“When it was done, Norman was content. He had done everything he needed to do. And he said he wanted to be there for her [Renee’s] birthday which was in the April, and he did. He lasted through April and he died on the first of May."
On the day Norman passed away, Natalie took Renee to the hospital, so she could hold his hand in the final moments. She had Norman’s letter with her, which she said helped her deal with his death.
“It’s a reminder that life is precious… a reminder to cherish those we love.”
“A BEAUTIFUL DANCER”
Since Norman’s death, the British Red Cross have continued to support Renee with weekly phone calls and check-ins, and practical and emotional support throughout the pandemic – when she has been more vulnerable and isolated than ever. Renee is so grateful:
“I can’t thank them enough, the Red Cross, they’ve been marvellous taking me to see Norman every day, we never missed a day.
“[Norman was] a lovely, loving person and he would do a good turn for anybody! Anybody all round here, if they needed anything he’d come and help them, not a bad word for him… I don’t know, I just liked him. And oh, he was a good dancer, a beautiful dancer!"
“I couldn’t have met a better person. That was twenty odd years we'd been together… I had a good life with him … he was the love of my life.
“Every-every time I wanted to go the hospital to visit Norman, she [Natalie] was there, they were always ready, you know? … She’s a lovely person, they’re all good dedicated people who work for them.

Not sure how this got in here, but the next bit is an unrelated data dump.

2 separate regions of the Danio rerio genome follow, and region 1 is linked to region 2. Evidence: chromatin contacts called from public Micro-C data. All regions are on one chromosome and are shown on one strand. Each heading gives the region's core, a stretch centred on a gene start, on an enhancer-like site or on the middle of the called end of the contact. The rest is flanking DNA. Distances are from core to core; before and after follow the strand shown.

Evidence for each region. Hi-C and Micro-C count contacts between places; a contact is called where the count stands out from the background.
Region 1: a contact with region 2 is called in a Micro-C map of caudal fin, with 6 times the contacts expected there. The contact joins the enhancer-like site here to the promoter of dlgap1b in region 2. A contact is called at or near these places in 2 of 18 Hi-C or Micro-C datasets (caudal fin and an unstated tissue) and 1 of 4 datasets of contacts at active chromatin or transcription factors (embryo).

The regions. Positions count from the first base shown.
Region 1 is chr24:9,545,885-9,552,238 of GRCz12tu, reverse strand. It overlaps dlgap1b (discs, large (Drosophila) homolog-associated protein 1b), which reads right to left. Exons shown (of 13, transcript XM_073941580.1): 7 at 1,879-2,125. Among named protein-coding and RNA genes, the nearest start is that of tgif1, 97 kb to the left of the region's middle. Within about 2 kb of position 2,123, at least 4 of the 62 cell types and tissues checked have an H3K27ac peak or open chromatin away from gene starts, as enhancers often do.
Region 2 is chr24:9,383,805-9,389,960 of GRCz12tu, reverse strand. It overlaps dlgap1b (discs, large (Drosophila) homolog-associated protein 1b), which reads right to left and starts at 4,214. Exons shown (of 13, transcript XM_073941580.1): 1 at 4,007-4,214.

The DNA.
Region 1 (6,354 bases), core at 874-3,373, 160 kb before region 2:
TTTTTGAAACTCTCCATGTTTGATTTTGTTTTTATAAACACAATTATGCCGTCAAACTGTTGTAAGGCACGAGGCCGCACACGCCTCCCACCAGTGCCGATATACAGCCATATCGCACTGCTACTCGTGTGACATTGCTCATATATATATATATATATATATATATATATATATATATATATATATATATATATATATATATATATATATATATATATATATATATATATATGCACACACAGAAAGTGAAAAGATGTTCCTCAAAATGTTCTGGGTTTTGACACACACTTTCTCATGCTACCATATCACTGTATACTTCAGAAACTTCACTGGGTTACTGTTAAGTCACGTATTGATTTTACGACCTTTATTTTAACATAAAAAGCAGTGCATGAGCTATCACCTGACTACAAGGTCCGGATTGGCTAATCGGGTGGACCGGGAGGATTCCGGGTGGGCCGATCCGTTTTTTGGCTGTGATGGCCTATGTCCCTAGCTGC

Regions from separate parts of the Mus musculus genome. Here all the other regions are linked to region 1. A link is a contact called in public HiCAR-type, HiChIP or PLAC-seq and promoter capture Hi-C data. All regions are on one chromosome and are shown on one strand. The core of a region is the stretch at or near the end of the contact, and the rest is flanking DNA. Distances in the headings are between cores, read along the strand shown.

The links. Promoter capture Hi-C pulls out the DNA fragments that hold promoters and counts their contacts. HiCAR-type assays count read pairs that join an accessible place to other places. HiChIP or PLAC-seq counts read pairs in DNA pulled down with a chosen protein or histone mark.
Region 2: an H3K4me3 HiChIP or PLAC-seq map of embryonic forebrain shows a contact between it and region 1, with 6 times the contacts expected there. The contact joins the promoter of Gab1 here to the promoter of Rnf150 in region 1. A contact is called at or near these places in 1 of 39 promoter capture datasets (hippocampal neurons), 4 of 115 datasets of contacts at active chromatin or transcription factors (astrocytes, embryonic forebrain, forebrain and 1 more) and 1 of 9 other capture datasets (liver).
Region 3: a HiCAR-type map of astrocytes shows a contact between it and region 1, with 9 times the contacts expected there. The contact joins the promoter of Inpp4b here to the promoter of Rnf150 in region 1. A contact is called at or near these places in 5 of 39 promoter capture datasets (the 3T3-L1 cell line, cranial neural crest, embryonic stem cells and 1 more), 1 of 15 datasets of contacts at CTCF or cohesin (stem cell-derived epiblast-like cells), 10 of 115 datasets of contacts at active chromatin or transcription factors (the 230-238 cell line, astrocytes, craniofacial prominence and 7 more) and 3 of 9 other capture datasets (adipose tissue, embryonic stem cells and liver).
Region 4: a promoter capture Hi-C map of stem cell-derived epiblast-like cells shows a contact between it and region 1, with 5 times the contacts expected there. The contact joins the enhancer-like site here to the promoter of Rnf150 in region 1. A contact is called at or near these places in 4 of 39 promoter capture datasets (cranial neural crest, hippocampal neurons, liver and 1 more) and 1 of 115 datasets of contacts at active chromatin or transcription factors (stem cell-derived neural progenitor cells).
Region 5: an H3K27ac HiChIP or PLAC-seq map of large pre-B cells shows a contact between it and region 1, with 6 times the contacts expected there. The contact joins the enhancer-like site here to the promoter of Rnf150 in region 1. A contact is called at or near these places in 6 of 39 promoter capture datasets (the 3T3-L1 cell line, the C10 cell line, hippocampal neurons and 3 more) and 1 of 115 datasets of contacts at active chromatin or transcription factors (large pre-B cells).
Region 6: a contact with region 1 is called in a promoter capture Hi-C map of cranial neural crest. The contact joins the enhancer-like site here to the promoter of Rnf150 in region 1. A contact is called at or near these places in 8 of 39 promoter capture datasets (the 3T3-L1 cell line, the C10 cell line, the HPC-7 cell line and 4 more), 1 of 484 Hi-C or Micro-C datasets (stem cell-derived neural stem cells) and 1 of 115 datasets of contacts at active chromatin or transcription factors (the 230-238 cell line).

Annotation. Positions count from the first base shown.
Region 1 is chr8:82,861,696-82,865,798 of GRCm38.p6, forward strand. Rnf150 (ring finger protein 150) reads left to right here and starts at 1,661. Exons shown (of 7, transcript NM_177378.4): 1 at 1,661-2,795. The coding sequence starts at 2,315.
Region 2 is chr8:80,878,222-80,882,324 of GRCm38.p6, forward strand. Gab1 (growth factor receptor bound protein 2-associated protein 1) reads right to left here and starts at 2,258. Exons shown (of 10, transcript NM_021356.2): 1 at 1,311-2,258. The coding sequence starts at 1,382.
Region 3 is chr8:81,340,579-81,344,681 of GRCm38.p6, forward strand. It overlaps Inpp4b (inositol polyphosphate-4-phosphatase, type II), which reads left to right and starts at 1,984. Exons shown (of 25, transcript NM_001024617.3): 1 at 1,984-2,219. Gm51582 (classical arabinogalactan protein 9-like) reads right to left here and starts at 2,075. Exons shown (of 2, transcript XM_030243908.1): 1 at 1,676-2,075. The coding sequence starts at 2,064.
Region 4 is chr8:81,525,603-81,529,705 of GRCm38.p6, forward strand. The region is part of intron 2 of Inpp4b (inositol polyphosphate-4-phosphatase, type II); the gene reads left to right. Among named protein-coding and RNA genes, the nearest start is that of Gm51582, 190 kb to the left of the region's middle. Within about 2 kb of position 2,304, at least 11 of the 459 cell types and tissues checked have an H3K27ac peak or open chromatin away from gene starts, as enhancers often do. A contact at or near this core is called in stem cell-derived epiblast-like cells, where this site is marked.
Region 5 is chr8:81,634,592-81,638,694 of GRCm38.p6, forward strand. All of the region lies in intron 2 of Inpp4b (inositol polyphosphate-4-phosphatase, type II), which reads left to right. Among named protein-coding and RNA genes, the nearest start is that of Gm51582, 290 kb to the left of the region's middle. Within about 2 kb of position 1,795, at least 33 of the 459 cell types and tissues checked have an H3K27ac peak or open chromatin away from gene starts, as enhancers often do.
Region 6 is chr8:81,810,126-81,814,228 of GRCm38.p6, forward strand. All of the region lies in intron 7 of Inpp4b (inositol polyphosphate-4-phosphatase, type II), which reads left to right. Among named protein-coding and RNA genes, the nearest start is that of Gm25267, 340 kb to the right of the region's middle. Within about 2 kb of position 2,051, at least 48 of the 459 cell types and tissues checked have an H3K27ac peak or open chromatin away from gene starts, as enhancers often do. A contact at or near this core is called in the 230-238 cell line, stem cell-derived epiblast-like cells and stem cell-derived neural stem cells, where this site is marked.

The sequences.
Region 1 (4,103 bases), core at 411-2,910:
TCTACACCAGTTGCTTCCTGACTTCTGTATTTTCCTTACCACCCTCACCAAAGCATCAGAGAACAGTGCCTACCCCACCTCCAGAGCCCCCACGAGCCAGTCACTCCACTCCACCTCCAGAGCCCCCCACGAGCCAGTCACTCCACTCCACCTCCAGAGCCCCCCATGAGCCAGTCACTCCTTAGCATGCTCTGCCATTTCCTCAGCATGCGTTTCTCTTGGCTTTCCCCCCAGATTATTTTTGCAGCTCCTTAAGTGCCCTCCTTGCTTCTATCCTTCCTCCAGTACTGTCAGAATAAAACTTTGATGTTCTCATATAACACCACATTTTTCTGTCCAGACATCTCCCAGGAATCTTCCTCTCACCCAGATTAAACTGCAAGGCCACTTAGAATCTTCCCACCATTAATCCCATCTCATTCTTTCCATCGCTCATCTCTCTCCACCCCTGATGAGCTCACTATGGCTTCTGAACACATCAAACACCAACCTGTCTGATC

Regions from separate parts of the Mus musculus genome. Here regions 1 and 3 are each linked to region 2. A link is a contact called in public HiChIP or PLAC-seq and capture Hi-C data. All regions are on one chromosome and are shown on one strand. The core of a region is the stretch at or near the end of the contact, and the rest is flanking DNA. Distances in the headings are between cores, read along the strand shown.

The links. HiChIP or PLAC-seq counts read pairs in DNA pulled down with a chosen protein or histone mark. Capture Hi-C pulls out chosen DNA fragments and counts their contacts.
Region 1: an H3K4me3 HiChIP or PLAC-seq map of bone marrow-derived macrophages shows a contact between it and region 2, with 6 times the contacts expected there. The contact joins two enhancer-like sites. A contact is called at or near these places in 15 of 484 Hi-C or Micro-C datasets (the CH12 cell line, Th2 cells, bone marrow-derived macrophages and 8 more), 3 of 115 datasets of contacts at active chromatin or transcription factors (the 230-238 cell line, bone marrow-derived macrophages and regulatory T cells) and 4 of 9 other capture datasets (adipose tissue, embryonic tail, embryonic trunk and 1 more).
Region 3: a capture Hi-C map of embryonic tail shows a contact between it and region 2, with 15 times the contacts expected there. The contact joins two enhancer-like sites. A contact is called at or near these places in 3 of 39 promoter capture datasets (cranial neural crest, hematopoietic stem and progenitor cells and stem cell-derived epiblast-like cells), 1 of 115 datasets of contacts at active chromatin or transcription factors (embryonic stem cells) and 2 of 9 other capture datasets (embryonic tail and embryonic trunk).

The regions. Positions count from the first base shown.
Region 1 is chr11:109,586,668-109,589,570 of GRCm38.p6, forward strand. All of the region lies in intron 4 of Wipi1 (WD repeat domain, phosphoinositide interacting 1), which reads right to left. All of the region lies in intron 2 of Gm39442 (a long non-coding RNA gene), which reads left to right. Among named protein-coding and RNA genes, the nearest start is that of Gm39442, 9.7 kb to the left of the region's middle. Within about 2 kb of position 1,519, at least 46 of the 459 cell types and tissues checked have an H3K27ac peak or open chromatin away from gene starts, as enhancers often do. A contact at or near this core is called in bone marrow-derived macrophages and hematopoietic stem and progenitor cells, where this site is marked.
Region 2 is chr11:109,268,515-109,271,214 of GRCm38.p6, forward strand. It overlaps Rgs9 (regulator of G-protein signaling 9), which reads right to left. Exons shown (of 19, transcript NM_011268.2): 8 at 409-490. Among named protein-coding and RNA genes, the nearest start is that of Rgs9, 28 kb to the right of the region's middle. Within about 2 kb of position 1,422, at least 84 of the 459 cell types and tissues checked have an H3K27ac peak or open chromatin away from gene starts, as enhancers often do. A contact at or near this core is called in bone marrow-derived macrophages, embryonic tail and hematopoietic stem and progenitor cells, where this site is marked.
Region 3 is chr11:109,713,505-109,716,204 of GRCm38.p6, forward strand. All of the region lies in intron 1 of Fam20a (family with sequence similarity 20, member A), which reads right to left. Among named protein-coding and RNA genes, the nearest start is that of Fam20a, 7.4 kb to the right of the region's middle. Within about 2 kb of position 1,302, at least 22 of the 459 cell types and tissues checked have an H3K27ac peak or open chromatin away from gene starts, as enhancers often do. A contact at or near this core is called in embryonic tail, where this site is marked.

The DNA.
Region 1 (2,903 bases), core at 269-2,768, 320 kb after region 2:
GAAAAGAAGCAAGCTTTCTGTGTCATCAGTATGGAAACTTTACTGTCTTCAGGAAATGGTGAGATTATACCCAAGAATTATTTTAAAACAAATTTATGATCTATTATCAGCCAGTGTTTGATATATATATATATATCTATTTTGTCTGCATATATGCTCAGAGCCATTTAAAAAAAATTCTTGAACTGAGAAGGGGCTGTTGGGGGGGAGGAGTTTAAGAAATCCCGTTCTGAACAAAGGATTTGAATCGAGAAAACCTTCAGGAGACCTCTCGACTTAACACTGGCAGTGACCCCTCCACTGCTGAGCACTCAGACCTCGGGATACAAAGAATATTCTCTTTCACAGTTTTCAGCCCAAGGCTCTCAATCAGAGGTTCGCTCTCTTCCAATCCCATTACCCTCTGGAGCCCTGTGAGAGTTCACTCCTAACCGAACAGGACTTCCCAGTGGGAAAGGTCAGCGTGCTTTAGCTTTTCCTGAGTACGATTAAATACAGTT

“I can’t praise the Red Cross and Natalie enough. I can’t thank them enough.
“I have got it [the love letter] somewhere, because I said I’ll treasure this… Yeah, the lovely letter… I got happy memories!”
Loneliness can have a crippling effect on mental health. For people in situations like Renee’s, the simple act of a regular phone call, or visit from a friendly face, can be life changing. It’s the kindness and the company that makes all the difference.
“She struggles to cope. She still does,” explains Natalie: “I saw her this week, I had to take her to a medical appointment, and she said, ‘I still miss him’. Of course you do, that never goes away. That absence, she feels that forever.
“But she does have something comforting. She still has that relationship with us and it's nice because we know, and knew, Norman. And we knew her at that time. So, she has that kind of continuity… she can still talk about him with people that knew both of them at that time. And she still has those words from Norman. That helps her to cope. And that was part of his little plan."
“It brings a great joy whenever she refers to the letter. She smiles, she doesn't even have to see it or see the words on it for it to bring her joy, and to get to hear Norman again, talking to her. It's wonderful. And he was right – she did need it!”
- Natalie, British Red Cross
At Comic Relief, we believe everyone has the right to quality mental health support, where and when they need it.
Improving access to mental health services, and combating stigma around mental health problems in the UK has been a priority for Comic Relief for over ten years. We’re now also striving to achieve these same goals internationally, and raise the profile of the rights of people in low and middle-income countries living with mental health conditions.
With your donations, we can ensure that more people like Renee access the support they need, in the UK and around the world.